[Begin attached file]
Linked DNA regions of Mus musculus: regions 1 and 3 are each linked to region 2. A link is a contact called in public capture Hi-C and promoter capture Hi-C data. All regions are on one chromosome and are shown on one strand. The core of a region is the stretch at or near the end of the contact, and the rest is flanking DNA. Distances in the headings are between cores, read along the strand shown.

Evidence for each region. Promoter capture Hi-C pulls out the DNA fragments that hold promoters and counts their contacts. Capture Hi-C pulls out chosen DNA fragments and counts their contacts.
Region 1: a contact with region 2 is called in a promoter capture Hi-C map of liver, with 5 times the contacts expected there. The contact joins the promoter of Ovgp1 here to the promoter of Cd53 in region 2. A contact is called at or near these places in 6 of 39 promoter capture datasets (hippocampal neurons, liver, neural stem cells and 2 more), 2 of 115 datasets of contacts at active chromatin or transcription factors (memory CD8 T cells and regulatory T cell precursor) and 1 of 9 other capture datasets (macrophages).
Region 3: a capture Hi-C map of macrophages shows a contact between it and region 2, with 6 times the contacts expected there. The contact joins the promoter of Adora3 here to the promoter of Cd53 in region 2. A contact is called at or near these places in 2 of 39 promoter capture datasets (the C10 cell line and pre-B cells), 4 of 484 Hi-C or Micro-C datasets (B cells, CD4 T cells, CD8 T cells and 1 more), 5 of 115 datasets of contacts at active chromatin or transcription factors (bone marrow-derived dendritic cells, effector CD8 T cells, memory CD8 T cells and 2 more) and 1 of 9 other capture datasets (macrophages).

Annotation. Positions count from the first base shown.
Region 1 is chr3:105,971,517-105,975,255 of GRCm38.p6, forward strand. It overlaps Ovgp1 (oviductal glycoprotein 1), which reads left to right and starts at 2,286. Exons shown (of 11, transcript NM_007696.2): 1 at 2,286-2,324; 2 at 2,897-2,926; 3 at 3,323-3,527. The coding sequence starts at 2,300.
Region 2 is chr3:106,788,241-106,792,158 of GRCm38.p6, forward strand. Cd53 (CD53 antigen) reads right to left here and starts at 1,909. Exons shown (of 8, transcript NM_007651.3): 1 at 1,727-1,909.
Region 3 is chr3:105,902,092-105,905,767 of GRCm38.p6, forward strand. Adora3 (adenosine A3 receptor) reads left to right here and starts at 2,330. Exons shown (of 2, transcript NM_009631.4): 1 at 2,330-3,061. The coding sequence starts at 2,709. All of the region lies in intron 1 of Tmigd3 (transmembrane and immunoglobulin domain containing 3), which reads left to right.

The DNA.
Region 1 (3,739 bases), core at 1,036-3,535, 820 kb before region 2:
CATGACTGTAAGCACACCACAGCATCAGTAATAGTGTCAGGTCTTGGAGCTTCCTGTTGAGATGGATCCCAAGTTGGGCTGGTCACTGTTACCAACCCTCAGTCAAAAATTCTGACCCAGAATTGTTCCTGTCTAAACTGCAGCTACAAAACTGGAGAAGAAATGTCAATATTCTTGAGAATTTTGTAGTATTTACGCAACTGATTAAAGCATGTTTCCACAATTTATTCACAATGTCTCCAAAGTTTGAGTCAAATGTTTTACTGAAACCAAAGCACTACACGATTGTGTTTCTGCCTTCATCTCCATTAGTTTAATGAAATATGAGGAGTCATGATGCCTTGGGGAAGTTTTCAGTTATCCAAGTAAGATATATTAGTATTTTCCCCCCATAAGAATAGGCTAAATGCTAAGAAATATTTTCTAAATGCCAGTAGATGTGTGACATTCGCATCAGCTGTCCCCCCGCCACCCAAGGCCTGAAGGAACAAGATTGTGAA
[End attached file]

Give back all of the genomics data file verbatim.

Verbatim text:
Linked DNA regions of Mus musculus: regions 1 and 3 are each linked to region 2. A link is a contact called in public capture Hi-C and promoter capture Hi-C data. All regions are on one chromosome and are shown on one strand. The core of a region is the stretch at or near the end of the contact, and the rest is flanking DNA. Distances in the headings are between cores, read along the strand shown.

Evidence for each region. Promoter capture Hi-C pulls out the DNA fragments that hold promoters and counts their contacts. Capture Hi-C pulls out chosen DNA fragments and counts their contacts.
Region 1: a contact with region 2 is called in a promoter capture Hi-C map of liver, with 5 times the contacts expected there. The contact joins the promoter of Ovgp1 here to the promoter of Cd53 in region 2. A contact is called at or near these places in 6 of 39 promoter capture datasets (hippocampal neurons, liver, neural stem cells and 2 more), 2 of 115 datasets of contacts at active chromatin or transcription factors (memory CD8 T cells and regulatory T cell precursor) and 1 of 9 other capture datasets (macrophages).
Region 3: a capture Hi-C map of macrophages shows a contact between it and region 2, with 6 times the contacts expected there. The contact joins the promoter of Adora3 here to the promoter of Cd53 in region 2. A contact is called at or near these places in 2 of 39 promoter capture datasets (the C10 cell line and pre-B cells), 4 of 484 Hi-C or Micro-C datasets (B cells, CD4 T cells, CD8 T cells and 1 more), 5 of 115 datasets of contacts at active chromatin or transcription factors (bone marrow-derived dendritic cells, effector CD8 T cells, memory CD8 T cells and 2 more) and 1 of 9 other capture datasets (macrophages).

Annotation. Positions count from the first base shown.
Region 1 is chr3:105,971,517-105,975,255 of GRCm38.p6, forward strand. It overlaps Ovgp1 (oviductal glycoprotein 1), which reads left to right and starts at 2,286. Exons shown (of 11, transcript NM_007696.2): 1 at 2,286-2,324; 2 at 2,897-2,926; 3 at 3,323-3,527. The coding sequence starts at 2,300.
Region 2 is chr3:106,788,241-106,792,158 of GRCm38.p6, forward strand. Cd53 (CD53 antigen) reads right to left here and starts at 1,909. Exons shown (of 8, transcript NM_007651.3): 1 at 1,727-1,909.
Region 3 is chr3:105,902,092-105,905,767 of GRCm38.p6, forward strand. Adora3 (adenosine A3 receptor) reads left to right here and starts at 2,330. Exons shown (of 2, transcript NM_009631.4): 1 at 2,330-3,061. The coding sequence starts at 2,709. All of the region lies in intron 1 of Tmigd3 (transmembrane and immunoglobulin domain containing 3), which reads left to right.

The DNA.
Region 1 (3,739 bases), core at 1,036-3,535, 820 kb before region 2:
CATGACTGTAAGCACACCACAGCATCAGTAATAGTGTCAGGTCTTGGAGCTTCCTGTTGAGATGGATCCCAAGTTGGGCTGGTCACTGTTACCAACCCTCAGTCAAAAATTCTGACCCAGAATTGTTCCTGTCTAAACTGCAGCTACAAAACTGGAGAAGAAATGTCAATATTCTTGAGAATTTTGTAGTATTTACGCAACTGATTAAAGCATGTTTCCACAATTTATTCACAATGTCTCCAAAGTTTGAGTCAAATGTTTTACTGAAACCAAAGCACTACACGATTGTGTTTCTGCCTTCATCTCCATTAGTTTAATGAAATATGAGGAGTCATGATGCCTTGGGGAAGTTTTCAGTTATCCAAGTAAGATATATTAGTATTTTCCCCCCATAAGAATAGGCTAAATGCTAAGAAATATTTTCTAAATGCCAGTAGATGTGTGACATTCGCATCAGCTGTCCCCCCGCCACCCAAGGCCTGAAGGAACAAGATTGTGAA